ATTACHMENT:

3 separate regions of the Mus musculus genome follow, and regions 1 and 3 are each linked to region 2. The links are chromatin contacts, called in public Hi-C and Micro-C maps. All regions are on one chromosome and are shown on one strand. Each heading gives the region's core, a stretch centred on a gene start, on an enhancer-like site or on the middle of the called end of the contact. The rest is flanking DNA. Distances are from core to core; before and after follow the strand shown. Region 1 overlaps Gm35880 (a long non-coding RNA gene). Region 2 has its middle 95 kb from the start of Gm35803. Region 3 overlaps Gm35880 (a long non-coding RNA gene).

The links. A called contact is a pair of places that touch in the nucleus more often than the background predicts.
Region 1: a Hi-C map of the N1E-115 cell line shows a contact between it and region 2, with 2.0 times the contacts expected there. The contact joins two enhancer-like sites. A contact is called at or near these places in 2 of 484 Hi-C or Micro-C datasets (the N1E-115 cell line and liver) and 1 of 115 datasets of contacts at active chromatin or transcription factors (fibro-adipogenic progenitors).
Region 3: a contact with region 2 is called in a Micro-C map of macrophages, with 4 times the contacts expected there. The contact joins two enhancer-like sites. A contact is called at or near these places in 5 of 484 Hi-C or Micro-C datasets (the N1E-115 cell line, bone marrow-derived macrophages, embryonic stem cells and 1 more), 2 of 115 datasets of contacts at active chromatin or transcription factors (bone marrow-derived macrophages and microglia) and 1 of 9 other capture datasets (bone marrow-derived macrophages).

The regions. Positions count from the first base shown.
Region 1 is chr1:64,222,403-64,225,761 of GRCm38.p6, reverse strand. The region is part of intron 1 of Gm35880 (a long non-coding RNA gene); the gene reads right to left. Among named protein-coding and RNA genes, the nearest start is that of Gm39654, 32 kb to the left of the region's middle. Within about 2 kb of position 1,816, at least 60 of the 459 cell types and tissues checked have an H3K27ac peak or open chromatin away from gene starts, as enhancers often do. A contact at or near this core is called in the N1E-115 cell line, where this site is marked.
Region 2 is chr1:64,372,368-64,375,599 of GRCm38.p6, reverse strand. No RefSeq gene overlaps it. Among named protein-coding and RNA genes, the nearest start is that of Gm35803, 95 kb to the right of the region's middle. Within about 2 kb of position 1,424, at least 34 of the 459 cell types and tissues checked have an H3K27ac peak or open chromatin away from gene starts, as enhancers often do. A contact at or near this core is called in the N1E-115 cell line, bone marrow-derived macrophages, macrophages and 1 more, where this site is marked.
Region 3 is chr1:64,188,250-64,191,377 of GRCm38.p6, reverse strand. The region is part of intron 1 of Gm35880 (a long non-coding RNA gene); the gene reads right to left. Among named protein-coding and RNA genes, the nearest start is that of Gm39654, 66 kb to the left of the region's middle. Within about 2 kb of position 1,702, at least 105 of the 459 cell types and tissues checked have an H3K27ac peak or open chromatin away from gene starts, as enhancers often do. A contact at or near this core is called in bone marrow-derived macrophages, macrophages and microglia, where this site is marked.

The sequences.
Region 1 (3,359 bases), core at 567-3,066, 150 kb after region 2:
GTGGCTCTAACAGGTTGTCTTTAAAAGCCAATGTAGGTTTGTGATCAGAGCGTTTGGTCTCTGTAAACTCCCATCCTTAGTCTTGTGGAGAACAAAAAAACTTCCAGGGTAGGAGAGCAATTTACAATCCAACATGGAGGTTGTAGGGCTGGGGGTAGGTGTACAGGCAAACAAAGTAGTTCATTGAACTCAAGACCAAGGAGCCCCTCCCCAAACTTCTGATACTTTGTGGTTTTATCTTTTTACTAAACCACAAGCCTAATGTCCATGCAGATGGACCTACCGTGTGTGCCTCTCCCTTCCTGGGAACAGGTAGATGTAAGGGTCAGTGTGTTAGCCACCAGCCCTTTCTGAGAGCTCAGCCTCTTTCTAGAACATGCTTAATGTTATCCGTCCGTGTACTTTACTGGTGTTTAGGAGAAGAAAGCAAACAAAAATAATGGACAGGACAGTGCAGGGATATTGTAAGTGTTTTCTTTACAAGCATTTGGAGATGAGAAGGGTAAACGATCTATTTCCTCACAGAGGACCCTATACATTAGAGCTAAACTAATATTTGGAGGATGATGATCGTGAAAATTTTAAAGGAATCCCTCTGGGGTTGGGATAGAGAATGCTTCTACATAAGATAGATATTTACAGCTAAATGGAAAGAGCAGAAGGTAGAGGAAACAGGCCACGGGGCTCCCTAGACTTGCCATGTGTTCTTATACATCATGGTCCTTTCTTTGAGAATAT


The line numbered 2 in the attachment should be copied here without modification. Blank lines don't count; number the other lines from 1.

The links. A called contact is a pair of places that touch in the nucleus more often than the background predicts.